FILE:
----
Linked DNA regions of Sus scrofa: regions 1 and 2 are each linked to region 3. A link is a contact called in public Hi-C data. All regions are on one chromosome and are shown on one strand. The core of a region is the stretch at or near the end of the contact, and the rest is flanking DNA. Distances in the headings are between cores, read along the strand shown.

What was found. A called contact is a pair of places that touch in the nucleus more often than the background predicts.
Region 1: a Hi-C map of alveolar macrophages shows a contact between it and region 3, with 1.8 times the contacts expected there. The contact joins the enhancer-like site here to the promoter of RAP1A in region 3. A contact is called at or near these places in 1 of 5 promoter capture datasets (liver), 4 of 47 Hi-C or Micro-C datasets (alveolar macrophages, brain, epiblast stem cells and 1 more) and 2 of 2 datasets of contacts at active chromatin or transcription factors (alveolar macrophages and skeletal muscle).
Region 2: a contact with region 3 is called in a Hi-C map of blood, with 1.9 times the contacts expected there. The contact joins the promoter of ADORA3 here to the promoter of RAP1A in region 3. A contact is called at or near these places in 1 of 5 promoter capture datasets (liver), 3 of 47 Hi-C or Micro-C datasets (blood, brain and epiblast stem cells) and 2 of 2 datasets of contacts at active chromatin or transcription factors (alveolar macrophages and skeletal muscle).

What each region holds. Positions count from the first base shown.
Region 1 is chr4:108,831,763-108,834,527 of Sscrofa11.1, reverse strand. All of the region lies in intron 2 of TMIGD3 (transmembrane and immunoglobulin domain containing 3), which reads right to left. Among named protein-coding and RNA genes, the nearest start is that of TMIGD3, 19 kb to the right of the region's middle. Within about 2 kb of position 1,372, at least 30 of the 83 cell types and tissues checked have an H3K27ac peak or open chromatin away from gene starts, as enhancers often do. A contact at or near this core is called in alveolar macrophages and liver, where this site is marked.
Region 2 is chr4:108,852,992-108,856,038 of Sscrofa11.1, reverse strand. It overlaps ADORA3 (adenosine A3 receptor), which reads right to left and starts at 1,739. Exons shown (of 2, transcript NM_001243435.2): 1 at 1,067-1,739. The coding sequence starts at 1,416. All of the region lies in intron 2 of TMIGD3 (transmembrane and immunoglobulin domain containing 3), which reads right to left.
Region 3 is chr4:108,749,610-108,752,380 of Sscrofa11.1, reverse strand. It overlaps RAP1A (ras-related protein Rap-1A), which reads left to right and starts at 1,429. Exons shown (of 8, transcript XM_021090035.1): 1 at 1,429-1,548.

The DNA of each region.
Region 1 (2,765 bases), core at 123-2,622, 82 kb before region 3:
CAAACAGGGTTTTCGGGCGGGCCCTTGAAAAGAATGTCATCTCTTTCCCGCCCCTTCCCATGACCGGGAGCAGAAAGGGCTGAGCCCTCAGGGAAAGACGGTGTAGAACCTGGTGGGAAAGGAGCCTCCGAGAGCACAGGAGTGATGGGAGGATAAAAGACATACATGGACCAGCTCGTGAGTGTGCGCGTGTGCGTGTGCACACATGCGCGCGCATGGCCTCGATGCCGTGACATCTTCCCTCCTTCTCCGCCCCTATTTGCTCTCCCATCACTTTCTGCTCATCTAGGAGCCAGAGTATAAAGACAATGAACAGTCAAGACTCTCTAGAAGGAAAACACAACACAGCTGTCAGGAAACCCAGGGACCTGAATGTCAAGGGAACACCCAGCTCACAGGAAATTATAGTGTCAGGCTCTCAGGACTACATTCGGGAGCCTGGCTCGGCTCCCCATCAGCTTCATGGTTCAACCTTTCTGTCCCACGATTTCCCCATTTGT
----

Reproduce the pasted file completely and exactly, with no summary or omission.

Linked DNA regions of Sus scrofa: regions 1 and 2 are each linked to region 3. A link is a contact called in public Hi-C data. All regions are on one chromosome and are shown on one strand. The core of a region is the stretch at or near the end of the contact, and the rest is flanking DNA. Distances in the headings are between cores, read along the strand shown.

What was found. A called contact is a pair of places that touch in the nucleus more often than the background predicts.
Region 1: a Hi-C map of alveolar macrophages shows a contact between it and region 3, with 1.8 times the contacts expected there. The contact joins the enhancer-like site here to the promoter of RAP1A in region 3. A contact is called at or near these places in 1 of 5 promoter capture datasets (liver), 4 of 47 Hi-C or Micro-C datasets (alveolar macrophages, brain, epiblast stem cells and 1 more) and 2 of 2 datasets of contacts at active chromatin or transcription factors (alveolar macrophages and skeletal muscle).
Region 2: a contact with region 3 is called in a Hi-C map of blood, with 1.9 times the contacts expected there. The contact joins the promoter of ADORA3 here to the promoter of RAP1A in region 3. A contact is called at or near these places in 1 of 5 promoter capture datasets (liver), 3 of 47 Hi-C or Micro-C datasets (blood, brain and epiblast stem cells) and 2 of 2 datasets of contacts at active chromatin or transcription factors (alveolar macrophages and skeletal muscle).

What each region holds. Positions count from the first base shown.
Region 1 is chr4:108,831,763-108,834,527 of Sscrofa11.1, reverse strand. All of the region lies in intron 2 of TMIGD3 (transmembrane and immunoglobulin domain containing 3), which reads right to left. Among named protein-coding and RNA genes, the nearest start is that of TMIGD3, 19 kb to the right of the region's middle. Within about 2 kb of position 1,372, at least 30 of the 83 cell types and tissues checked have an H3K27ac peak or open chromatin away from gene starts, as enhancers often do. A contact at or near this core is called in alveolar macrophages and liver, where this site is marked.
Region 2 is chr4:108,852,992-108,856,038 of Sscrofa11.1, reverse strand. It overlaps ADORA3 (adenosine A3 receptor), which reads right to left and starts at 1,739. Exons shown (of 2, transcript NM_001243435.2): 1 at 1,067-1,739. The coding sequence starts at 1,416. All of the region lies in intron 2 of TMIGD3 (transmembrane and immunoglobulin domain containing 3), which reads right to left.
Region 3 is chr4:108,749,610-108,752,380 of Sscrofa11.1, reverse strand. It overlaps RAP1A (ras-related protein Rap-1A), which reads left to right and starts at 1,429. Exons shown (of 8, transcript XM_021090035.1): 1 at 1,429-1,548.

The DNA of each region.
Region 1 (2,765 bases), core at 123-2,622, 82 kb before region 3:
CAAACAGGGTTTTCGGGCGGGCCCTTGAAAAGAATGTCATCTCTTTCCCGCCCCTTCCCATGACCGGGAGCAGAAAGGGCTGAGCCCTCAGGGAAAGACGGTGTAGAACCTGGTGGGAAAGGAGCCTCCGAGAGCACAGGAGTGATGGGAGGATAAAAGACATACATGGACCAGCTCGTGAGTGTGCGCGTGTGCGTGTGCACACATGCGCGCGCATGGCCTCGATGCCGTGACATCTTCCCTCCTTCTCCGCCCCTATTTGCTCTCCCATCACTTTCTGCTCATCTAGGAGCCAGAGTATAAAGACAATGAACAGTCAAGACTCTCTAGAAGGAAAACACAACACAGCTGTCAGGAAACCCAGGGACCTGAATGTCAAGGGAACACCCAGCTCACAGGAAATTATAGTGTCAGGCTCTCAGGACTACATTCGGGAGCCTGGCTCGGCTCCCCATCAGCTTCATGGTTCAACCTTTCTGTCCCACGATTTCCCCATTTGT